Initiative of incident investigation mechanisms in Karabakh belongs to Russia - Foreign Ministry

Initiative of incident investigation mechanisms in Karabakh belongs to Russia - Foreign Ministry
  • Clock-gray 14:57
  • calendar-gray 17 November 2016

Moscow. Farid Akbarov – APA. An initiative of creating incident investigation mechanisms in the Nagorno-Karabakh conflict zone belongs to Russia, said Maria Zakharova, spokesperson for Russia’s Foreign Ministry.

 

She made the remarks at a press briefing in Moscow Nov. 17, APA’s Moscow correspondent reported.

 

Zakharova noted that such an initiative was put forward by Moscow during the tripartite meeting of Russian, Azerbaijani and Armenians presidents in Sochi in 2011.

 

“The co-chairs of the OSCE Minsk Group and an assistant of the personal representative of the OSCE Chairman-in-Office jointly developed a draft of these mechanisms. Then again, these mechanisms were developed by the OSCE experts,” the spokespersons said, adding. “At the Vienna summit, the parties agreed on the completion of this work in the short term. However, unfortunately, no agreement was reached on this matter during the St. Petersburg summit of Russian, Azerbaijani and Armenian presidents in June this year.”

 

At the St. Petersburg summit, the Azerbaijani side insisted on the fact that there is no need to create incident investigation mechanism in the Nagorno-Karabakh conflict zone, said Zakharova.

 

“At that time the situation in the conflict zone was stable. Thus, the issue of incident investigation mechanism has not been reflected in the statement jointly adopted on the results of the meeting,” noted Zakharova, adding that Moscow still considers this issue relevant.

 

The Nagorno-Karabakh conflict entered its modern phase when the Armenian SRR made territorial claims against the Azerbaijani SSR in 1988.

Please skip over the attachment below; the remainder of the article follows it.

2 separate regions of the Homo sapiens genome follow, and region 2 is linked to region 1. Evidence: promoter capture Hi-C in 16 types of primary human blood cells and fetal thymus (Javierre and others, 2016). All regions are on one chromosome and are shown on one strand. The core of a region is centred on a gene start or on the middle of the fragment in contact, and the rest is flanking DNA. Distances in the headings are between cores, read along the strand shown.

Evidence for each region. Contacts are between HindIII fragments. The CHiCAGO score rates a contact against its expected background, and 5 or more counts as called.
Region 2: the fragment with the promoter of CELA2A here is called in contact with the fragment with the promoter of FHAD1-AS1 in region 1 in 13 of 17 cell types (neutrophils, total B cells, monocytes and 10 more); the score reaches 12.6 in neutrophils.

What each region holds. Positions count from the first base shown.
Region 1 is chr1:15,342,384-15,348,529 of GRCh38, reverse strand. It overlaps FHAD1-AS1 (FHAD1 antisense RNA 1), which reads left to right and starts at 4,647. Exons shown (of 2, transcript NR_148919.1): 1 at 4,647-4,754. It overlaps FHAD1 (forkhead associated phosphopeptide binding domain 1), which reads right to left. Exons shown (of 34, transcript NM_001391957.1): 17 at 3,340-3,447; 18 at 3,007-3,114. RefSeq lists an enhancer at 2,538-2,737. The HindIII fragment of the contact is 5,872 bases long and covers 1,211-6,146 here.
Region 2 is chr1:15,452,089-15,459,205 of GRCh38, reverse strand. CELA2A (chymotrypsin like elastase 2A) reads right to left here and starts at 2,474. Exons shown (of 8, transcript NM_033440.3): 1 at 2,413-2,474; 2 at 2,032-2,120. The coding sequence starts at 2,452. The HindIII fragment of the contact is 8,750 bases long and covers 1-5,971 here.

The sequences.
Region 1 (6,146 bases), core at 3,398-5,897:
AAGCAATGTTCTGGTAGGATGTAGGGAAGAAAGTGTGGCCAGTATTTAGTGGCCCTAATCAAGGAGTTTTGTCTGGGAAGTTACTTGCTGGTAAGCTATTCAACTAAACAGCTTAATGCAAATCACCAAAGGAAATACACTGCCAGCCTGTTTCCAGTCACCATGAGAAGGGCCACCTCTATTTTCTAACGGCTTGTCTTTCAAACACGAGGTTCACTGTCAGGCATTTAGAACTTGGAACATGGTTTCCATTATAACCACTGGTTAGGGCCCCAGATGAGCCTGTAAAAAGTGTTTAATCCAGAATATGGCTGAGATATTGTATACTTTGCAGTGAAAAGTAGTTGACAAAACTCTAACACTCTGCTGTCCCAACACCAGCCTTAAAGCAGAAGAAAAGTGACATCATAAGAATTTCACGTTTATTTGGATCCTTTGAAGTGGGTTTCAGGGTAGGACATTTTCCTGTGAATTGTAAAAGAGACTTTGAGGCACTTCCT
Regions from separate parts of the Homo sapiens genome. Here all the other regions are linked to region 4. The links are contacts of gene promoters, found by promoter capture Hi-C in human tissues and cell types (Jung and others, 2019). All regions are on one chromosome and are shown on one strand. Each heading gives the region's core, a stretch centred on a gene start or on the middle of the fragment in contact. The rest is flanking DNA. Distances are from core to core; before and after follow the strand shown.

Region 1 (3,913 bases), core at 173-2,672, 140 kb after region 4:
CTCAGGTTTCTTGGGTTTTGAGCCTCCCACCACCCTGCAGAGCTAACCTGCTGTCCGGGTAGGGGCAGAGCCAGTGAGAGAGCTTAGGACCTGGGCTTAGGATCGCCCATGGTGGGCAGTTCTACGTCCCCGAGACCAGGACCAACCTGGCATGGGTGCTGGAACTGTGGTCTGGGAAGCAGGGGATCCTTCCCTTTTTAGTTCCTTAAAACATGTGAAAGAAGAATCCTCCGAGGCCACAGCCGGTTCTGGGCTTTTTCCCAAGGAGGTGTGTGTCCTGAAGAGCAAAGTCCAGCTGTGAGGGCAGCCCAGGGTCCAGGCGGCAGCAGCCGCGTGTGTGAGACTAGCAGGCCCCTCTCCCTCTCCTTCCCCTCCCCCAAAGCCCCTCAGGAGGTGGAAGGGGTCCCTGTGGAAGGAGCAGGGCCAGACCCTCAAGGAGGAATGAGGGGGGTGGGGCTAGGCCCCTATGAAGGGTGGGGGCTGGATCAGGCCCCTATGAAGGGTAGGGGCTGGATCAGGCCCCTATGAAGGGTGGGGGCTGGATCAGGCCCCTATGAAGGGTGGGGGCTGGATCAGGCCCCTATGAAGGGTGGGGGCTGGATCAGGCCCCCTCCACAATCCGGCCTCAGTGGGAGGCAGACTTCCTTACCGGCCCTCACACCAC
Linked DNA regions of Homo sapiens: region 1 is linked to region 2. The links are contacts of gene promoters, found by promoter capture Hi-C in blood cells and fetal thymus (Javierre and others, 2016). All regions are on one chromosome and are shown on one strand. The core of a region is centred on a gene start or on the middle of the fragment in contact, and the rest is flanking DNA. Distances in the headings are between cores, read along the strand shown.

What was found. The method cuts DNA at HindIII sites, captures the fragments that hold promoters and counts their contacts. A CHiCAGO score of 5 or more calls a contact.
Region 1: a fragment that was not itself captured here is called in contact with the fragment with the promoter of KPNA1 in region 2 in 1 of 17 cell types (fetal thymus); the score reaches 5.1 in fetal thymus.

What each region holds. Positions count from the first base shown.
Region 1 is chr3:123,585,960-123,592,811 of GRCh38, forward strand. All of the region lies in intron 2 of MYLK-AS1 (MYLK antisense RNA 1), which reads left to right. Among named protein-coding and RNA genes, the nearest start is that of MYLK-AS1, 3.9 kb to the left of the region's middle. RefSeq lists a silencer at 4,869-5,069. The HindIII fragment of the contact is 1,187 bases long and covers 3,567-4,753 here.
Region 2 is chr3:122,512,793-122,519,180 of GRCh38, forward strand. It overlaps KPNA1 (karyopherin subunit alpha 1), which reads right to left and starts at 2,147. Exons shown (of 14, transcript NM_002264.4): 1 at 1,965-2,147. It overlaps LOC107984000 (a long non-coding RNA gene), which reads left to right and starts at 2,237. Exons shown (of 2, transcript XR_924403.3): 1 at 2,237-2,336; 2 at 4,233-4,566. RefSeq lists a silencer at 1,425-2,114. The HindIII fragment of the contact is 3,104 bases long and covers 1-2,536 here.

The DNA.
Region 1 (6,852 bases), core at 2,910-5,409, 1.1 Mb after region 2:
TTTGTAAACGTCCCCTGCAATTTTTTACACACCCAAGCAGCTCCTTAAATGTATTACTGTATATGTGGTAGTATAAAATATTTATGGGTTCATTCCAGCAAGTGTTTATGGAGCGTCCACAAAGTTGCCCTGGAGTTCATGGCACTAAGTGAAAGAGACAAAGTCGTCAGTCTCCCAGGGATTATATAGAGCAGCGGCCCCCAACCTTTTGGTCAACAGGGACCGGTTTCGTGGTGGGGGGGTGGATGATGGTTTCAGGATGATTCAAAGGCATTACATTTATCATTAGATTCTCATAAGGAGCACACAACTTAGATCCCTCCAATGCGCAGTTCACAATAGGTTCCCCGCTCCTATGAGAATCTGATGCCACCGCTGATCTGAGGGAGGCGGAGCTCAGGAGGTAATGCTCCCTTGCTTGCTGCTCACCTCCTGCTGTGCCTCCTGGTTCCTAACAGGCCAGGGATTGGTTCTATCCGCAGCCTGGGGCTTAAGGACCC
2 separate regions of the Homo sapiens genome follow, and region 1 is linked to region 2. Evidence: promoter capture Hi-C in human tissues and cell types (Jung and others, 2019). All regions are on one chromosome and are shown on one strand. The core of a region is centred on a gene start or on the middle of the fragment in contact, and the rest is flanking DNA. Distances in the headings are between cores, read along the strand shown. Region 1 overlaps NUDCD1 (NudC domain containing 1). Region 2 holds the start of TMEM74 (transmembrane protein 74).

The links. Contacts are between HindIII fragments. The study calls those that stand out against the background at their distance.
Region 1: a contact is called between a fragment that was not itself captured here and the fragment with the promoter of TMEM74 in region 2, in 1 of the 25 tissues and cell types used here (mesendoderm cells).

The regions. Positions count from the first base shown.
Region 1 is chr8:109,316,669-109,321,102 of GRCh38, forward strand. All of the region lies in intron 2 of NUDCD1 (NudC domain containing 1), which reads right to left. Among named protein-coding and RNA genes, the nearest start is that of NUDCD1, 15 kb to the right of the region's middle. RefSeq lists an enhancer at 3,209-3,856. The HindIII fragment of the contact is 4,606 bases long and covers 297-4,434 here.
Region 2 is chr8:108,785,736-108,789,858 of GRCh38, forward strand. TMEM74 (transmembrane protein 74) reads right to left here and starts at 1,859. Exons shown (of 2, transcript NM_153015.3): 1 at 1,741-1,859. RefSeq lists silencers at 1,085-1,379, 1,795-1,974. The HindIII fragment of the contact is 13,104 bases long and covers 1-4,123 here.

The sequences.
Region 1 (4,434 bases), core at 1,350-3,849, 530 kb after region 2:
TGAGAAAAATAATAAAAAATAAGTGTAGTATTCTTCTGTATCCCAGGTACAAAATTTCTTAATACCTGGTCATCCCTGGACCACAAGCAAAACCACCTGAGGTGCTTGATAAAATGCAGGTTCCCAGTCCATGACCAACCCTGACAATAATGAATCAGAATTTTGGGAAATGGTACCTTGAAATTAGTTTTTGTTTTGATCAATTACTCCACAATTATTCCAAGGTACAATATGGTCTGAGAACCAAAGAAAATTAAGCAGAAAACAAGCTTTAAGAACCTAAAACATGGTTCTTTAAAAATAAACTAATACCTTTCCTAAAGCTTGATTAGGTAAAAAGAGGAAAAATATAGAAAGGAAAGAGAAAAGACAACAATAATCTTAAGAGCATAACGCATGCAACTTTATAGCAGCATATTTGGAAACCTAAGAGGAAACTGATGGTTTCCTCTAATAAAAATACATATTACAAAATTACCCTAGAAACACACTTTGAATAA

A fierce war broke out between Azerbaijan and Armenia over the Nagorno-Karabakh region of Azerbaijan. As a result of the war, Armenian armed forces occupied some 20 percent of Azerbaijani territory which includes Nagorno-Karabakh and seven adjacent districts (Lachin, Kalbajar, Aghdam, Fuzuli, Jabrayil, Gubadli and Zangilan), and over a million Azerbaijanis became refugees and internally displaced people.

 

The military operations finally came to an end when Azerbaijan and Armenia signed a ceasefire agreement in Bishkek in 1994.

 

Dealing with the settlement of the Nagorno-Karabakh conflict is the OSCE Minsk Group, which was created after the meeting of the CSCE (OSCE after the Budapest summit held in Dec.1994) Ministerial Council in Helsinki on 24 March 1992. The Group’s members include Azerbaijan, Armenia, Russia, the United States, France, Italy, Germany, Turkey, Belarus, Finland and Sweden.

 

Besides, the OSCE Minsk Group has a co-chairmanship institution, comprised of Russian, the US and French co-chairs, which began operating in 1996.  

 

Resolutions 822, 853, 874 and 884 of the UN Security Council, which were passed in short intervals in 1993, and other resolutions adopted by the UN General Assembly, PACE, OSCE, OIC, and other organizations require Armenia to unconditionally withdraw its troops from Nagorno-Karabakh.

 

 

 

 

 

 

 

 

 

 

 

 

 

 

 

 

 

 

 

 

 

 

 

 

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